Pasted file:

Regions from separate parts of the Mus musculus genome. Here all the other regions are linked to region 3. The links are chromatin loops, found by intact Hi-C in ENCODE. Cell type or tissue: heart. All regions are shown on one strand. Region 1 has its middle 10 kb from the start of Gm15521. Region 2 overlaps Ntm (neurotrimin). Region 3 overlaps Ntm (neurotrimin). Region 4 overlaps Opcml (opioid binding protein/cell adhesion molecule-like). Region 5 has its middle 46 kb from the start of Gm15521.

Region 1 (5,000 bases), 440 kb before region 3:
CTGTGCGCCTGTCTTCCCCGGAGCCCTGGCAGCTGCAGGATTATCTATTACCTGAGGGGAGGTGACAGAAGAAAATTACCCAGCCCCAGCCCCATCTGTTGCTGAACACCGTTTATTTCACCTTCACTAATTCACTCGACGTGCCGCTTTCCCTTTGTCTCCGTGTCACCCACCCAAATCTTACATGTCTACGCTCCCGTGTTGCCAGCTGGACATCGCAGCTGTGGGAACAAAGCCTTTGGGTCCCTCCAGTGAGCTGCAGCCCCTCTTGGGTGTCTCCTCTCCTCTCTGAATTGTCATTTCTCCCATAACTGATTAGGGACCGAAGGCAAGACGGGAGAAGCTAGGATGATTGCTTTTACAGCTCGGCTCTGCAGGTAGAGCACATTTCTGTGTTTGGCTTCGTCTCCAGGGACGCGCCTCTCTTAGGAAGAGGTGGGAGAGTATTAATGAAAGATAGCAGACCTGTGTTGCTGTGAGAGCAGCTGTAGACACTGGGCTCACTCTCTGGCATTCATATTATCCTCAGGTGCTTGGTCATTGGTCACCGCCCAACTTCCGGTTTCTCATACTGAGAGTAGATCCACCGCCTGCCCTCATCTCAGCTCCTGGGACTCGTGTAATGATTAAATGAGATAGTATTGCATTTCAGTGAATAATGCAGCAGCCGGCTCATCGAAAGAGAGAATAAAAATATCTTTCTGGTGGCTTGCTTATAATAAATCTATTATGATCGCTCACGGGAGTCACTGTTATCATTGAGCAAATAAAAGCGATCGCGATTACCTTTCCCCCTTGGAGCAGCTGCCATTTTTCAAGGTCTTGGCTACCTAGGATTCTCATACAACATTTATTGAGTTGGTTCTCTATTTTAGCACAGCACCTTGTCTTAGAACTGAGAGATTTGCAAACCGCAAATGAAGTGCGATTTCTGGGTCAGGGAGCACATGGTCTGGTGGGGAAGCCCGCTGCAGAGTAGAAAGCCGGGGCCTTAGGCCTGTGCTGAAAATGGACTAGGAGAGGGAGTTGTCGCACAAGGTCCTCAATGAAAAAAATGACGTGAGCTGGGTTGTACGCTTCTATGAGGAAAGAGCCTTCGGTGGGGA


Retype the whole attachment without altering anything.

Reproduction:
Regions from separate parts of the Mus musculus genome. Here all the other regions are linked to region 3. The links are chromatin loops, found by intact Hi-C in ENCODE. Cell type or tissue: heart. All regions are shown on one strand. Region 1 has its middle 10 kb from the start of Gm15521. Region 2 overlaps Ntm (neurotrimin). Region 3 overlaps Ntm (neurotrimin). Region 4 overlaps Opcml (opioid binding protein/cell adhesion molecule-like). Region 5 has its middle 46 kb from the start of Gm15521.

Region 1 (5,000 bases), 440 kb before region 3:
CTGTGCGCCTGTCTTCCCCGGAGCCCTGGCAGCTGCAGGATTATCTATTACCTGAGGGGAGGTGACAGAAGAAAATTACCCAGCCCCAGCCCCATCTGTTGCTGAACACCGTTTATTTCACCTTCACTAATTCACTCGACGTGCCGCTTTCCCTTTGTCTCCGTGTCACCCACCCAAATCTTACATGTCTACGCTCCCGTGTTGCCAGCTGGACATCGCAGCTGTGGGAACAAAGCCTTTGGGTCCCTCCAGTGAGCTGCAGCCCCTCTTGGGTGTCTCCTCTCCTCTCTGAATTGTCATTTCTCCCATAACTGATTAGGGACCGAAGGCAAGACGGGAGAAGCTAGGATGATTGCTTTTACAGCTCGGCTCTGCAGGTAGAGCACATTTCTGTGTTTGGCTTCGTCTCCAGGGACGCGCCTCTCTTAGGAAGAGGTGGGAGAGTATTAATGAAAGATAGCAGACCTGTGTTGCTGTGAGAGCAGCTGTAGACACTGGGCTCACTCTCTGGCATTCATATTATCCTCAGGTGCTTGGTCATTGGTCACCGCCCAACTTCCGGTTTCTCATACTGAGAGTAGATCCACCGCCTGCCCTCATCTCAGCTCCTGGGACTCGTGTAATGATTAAATGAGATAGTATTGCATTTCAGTGAATAATGCAGCAGCCGGCTCATCGAAAGAGAGAATAAAAATATCTTTCTGGTGGCTTGCTTATAATAAATCTATTATGATCGCTCACGGGAGTCACTGTTATCATTGAGCAAATAAAAGCGATCGCGATTACCTTTCCCCCTTGGAGCAGCTGCCATTTTTCAAGGTCTTGGCTACCTAGGATTCTCATACAACATTTATTGAGTTGGTTCTCTATTTTAGCACAGCACCTTGTCTTAGAACTGAGAGATTTGCAAACCGCAAATGAAGTGCGATTTCTGGGTCAGGGAGCACATGGTCTGGTGGGGAAGCCCGCTGCAGAGTAGAAAGCCGGGGCCTTAGGCCTGTGCTGAAAATGGACTAGGAGAGGGAGTTGTCGCACAAGGTCCTCAATGAAAAAAATGACGTGAGCTGGGTTGTACGCTTCTATGAGGAAAGAGCCTTCGGTGGGGA